We settle in for her guest house and fall into bed about midnight.
Remember: I said I can sleep any where!
I woke up the next morning rested about 10 am. Linda on the other hand said did you here the call for prayer at 4 .30 am ? Did you hear the dogs barking? Did you hear the pounding? (the grooms were chopping wood)I stretched and said NO! I slept like a dream. Next night same thing.
Maryanne taught lessons until lunch and we enjoyed the sun. Later the grooms saddled the horses and we headed out to the desert for a ride. To cool here, we are on Arabian horses that are well trained and fit riding to the pyramids. There are many pyramids not just the ones you see in pictures. Those are the GIZA pyramids.
A great supper followed and the next day we went riding then grocery shopping. Picture west Edmonton mall on boxing day times 10 for crowd.
Amazing , this store is kind of the Egyptian wally mart. They sell everything literally. I only went there once. I hate malls. Food is cheap and you can get all the name brands you see at home. We bought really yummy juice. Milk comes in tetra packs (yuk). I forget what we all bought but it came to about 40 dollars and filled 4 bags. Try that at Safeway.
Maryanne and I spent the evening catching up on stuff. We have been friends on the internet for years. I finally took her up on her offer to visit.
Kids are every where. They are cute happy and well fed. It is a farming area and they may not have much money but they are rich with love. Egyptians love children.
The kids ask for money but we only give them smiles. Maryanne has a very strict rule that no one gives the kids anything but smiles. They have learnt that and if the rule was broken no one would get any peace when riding or walking.
I just laughed and said yes I want money , you can give me money. They would laugh at the idea that I would ask them for money.
*the kids here go to a government school. The girls quit at about grade 3. The schools are not very good. These kids want to learn but the school system is a failure.

(this is where I put in a note that I am raising money to build a literacy center, more on that later. Selling the most beautiful scarves from Egypt to raise funds) and yes I will have some at the AERC convention $25 each and they sell in Paris for double that in the stores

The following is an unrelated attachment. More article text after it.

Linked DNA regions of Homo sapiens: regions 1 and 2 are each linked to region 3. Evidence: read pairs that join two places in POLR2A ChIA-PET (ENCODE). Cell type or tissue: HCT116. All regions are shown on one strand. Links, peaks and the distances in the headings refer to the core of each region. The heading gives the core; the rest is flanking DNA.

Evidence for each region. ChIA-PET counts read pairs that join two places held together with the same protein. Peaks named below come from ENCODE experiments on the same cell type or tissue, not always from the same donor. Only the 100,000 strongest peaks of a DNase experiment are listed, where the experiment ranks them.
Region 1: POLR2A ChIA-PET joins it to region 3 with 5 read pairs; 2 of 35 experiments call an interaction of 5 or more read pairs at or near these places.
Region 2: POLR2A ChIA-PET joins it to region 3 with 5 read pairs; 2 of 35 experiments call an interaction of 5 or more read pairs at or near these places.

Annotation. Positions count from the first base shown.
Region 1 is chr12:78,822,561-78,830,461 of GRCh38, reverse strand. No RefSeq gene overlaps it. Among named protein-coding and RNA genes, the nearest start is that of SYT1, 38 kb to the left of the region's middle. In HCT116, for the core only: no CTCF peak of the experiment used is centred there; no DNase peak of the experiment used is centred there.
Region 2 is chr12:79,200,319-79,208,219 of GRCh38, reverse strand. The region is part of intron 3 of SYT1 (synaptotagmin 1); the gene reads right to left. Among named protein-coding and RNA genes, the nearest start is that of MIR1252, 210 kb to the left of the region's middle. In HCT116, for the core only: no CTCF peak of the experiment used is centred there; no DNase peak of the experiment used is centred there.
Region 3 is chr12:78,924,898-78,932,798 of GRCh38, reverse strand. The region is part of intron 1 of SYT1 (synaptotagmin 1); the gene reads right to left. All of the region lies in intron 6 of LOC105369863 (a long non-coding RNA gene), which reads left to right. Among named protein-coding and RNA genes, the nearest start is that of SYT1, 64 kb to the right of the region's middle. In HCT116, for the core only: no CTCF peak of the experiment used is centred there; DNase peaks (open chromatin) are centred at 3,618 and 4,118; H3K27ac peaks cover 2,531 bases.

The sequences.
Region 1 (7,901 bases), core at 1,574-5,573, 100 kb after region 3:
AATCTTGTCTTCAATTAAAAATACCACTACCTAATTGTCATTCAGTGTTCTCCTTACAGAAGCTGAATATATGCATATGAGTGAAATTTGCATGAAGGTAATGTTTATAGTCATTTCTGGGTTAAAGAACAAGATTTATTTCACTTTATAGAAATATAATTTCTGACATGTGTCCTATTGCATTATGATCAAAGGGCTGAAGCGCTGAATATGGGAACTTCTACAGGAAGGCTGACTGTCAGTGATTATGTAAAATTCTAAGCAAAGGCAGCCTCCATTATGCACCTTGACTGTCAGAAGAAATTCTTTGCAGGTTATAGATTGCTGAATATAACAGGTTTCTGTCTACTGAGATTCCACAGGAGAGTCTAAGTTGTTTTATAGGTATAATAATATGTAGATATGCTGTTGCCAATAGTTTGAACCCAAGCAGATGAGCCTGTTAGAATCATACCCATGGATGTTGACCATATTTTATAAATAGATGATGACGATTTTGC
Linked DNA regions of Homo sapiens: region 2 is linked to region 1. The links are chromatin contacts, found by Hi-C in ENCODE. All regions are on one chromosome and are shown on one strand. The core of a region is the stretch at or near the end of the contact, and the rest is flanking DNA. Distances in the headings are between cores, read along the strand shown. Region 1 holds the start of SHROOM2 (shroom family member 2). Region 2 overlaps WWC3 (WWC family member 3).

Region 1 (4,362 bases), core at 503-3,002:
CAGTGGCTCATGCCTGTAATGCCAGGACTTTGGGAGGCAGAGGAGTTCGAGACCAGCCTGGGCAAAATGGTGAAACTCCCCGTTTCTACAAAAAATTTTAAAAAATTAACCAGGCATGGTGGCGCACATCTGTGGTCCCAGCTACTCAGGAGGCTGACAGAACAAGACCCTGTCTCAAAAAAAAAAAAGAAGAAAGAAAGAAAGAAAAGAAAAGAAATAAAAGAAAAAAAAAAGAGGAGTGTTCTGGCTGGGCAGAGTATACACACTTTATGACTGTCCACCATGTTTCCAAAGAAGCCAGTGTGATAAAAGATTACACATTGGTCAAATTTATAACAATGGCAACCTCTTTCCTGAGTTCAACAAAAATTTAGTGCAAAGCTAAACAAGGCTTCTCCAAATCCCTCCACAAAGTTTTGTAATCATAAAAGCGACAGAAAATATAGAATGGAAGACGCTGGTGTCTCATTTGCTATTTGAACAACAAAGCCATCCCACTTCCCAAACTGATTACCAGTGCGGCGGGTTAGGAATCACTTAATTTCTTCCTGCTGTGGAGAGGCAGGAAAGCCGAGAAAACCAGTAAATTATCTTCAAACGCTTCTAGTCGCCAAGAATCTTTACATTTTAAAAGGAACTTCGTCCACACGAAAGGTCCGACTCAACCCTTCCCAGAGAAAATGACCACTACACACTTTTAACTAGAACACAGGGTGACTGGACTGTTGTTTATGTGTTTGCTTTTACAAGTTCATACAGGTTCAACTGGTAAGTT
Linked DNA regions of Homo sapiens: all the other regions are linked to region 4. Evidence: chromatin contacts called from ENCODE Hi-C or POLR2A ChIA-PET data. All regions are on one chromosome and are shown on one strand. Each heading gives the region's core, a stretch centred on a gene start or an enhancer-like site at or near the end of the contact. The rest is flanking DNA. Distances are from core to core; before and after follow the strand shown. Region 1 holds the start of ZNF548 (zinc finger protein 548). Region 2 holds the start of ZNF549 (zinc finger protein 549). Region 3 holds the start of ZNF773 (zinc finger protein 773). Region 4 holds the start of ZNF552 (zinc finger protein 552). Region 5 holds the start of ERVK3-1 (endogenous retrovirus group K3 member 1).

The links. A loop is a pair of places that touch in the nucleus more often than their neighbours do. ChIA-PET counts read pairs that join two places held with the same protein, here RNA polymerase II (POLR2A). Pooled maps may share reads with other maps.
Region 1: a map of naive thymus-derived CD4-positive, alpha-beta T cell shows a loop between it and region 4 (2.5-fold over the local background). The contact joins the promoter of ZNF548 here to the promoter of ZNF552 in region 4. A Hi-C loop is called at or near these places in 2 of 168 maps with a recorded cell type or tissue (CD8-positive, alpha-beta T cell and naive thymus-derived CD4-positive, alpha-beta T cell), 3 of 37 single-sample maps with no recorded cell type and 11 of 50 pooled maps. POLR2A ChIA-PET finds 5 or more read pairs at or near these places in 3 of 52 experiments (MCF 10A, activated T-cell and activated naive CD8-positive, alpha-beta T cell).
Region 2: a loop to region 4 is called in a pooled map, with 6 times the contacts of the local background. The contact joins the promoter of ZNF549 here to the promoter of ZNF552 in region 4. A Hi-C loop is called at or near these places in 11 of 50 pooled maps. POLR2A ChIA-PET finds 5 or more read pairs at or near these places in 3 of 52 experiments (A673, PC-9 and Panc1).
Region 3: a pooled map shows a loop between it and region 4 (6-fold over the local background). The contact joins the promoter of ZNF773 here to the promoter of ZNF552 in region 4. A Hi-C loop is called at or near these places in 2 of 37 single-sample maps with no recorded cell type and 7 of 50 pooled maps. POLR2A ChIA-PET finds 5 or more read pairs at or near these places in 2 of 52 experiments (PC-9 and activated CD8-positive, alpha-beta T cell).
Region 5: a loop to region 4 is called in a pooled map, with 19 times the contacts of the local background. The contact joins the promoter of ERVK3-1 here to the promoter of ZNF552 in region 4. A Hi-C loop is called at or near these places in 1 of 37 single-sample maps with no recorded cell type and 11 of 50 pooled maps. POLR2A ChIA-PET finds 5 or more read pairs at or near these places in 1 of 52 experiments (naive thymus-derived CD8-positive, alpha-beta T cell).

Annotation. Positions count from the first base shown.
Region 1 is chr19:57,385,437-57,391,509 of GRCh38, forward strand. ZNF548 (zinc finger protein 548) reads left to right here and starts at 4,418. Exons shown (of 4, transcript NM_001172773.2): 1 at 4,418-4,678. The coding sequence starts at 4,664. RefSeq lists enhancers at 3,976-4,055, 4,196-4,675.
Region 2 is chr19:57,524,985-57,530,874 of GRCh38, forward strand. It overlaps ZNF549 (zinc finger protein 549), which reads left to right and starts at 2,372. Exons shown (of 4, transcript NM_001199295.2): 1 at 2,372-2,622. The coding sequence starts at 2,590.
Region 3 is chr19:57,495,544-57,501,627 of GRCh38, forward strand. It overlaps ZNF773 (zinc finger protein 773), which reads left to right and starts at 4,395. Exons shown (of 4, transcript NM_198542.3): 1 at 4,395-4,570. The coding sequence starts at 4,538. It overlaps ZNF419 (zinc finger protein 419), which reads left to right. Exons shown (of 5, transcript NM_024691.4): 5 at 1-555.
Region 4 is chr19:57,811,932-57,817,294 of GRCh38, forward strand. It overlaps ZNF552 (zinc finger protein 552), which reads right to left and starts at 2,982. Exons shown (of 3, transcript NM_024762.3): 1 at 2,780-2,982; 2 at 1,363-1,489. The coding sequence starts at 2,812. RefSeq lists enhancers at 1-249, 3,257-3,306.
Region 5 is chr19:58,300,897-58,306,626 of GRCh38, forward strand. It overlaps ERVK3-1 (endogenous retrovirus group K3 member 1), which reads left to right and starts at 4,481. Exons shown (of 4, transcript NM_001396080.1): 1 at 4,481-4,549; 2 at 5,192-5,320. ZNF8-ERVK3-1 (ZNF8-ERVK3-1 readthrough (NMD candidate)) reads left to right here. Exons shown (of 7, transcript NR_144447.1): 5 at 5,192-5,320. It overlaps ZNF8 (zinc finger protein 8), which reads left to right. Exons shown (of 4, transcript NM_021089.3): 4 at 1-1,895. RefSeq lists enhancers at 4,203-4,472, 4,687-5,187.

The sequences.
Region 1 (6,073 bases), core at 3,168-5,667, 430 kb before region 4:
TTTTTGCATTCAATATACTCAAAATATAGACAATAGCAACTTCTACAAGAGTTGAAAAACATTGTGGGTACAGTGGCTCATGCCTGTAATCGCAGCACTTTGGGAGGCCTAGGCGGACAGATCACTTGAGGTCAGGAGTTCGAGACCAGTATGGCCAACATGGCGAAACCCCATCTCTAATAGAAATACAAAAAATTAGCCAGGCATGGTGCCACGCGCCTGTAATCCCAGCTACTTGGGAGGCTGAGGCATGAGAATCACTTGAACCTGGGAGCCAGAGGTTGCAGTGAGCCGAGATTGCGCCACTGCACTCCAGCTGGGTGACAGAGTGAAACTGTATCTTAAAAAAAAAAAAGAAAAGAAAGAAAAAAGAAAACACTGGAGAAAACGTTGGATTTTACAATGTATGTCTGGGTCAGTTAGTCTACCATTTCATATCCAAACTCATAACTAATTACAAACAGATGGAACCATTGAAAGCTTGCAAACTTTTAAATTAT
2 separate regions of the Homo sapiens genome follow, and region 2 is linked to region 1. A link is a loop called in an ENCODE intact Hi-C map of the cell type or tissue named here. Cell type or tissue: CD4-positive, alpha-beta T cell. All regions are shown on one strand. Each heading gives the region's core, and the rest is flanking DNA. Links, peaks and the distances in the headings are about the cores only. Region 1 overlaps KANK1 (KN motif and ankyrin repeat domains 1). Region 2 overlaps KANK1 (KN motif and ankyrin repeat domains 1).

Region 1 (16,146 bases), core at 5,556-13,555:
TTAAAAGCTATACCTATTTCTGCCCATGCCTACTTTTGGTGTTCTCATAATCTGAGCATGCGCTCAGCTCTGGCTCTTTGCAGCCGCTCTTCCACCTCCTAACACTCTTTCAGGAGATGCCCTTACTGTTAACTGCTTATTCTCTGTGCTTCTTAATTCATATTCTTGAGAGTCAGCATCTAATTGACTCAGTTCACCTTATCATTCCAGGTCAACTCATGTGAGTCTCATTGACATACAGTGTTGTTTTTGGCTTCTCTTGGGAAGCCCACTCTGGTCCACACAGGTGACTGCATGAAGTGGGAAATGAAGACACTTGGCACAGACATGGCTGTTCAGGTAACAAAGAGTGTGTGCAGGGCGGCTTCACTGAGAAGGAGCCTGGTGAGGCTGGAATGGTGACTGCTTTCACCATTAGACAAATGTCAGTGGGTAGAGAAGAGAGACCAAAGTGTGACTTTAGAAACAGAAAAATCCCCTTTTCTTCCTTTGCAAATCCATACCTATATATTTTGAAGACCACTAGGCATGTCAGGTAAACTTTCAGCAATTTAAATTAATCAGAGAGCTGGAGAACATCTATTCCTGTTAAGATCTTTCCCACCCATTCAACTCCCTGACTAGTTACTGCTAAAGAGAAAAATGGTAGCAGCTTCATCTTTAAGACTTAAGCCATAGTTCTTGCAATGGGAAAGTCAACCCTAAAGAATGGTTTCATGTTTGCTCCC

The Cairo Museum is quite fascinating. It is an old museum and lots of the items are not labeled. I saw the King Tut display. WOW!!! The mummie room is really interesting in a creepy sort of way. The entire place is amazing. Hard to believe they did all this without any modern stuff. I put it down to no TV or computers…lol

We rode the horses to Giza. The sphinx is not nearly as big as I thought it was. I rode a camel named Mickey Mouse. That is right like Disney the young boy told me.
Mickey and I got along petty good. I will take horses any day. Camels are rough to ride.
They shave the most amazing designs into their coat.

The only badly abused and starved animals I saw in Egypt were the pyramid horses and some of the camels. Not all. The horses are all babies under 2 years old. They live in horse hell. They are dead. No life in their eyes. Hey have little training, sores on their bodies from poor fitting tack.
The horses are then chased and whipped to make them run
If you go to Giza , Mexico or any where else they have trail rides and you get on these poor abused animals you are as guilty of abuse as the person who owns them
Nuff said!

When we ride up from the back side of Giza there was the body of a dead horse in the desert. The feral dogs will eat the body.
There are worse things then being dead. Being a pyramid horse is just that. I will be posting pictures on my blog (which I need to get done)

Shopping at the market was heaven. You could spend days there and not see it all. All the vendors were friendly. You can barter The market is still located where the caravans came with trade goods across the desert. The stone work is amazing.

Old Cairo was really fascinating. Not a normal tourist stop. The nice thing about going to stay at Maryanne's is that you are not cattle penned through shots by tourist companies.
I was in the back alley bartering for tack when a rat ran right by me and down the alley.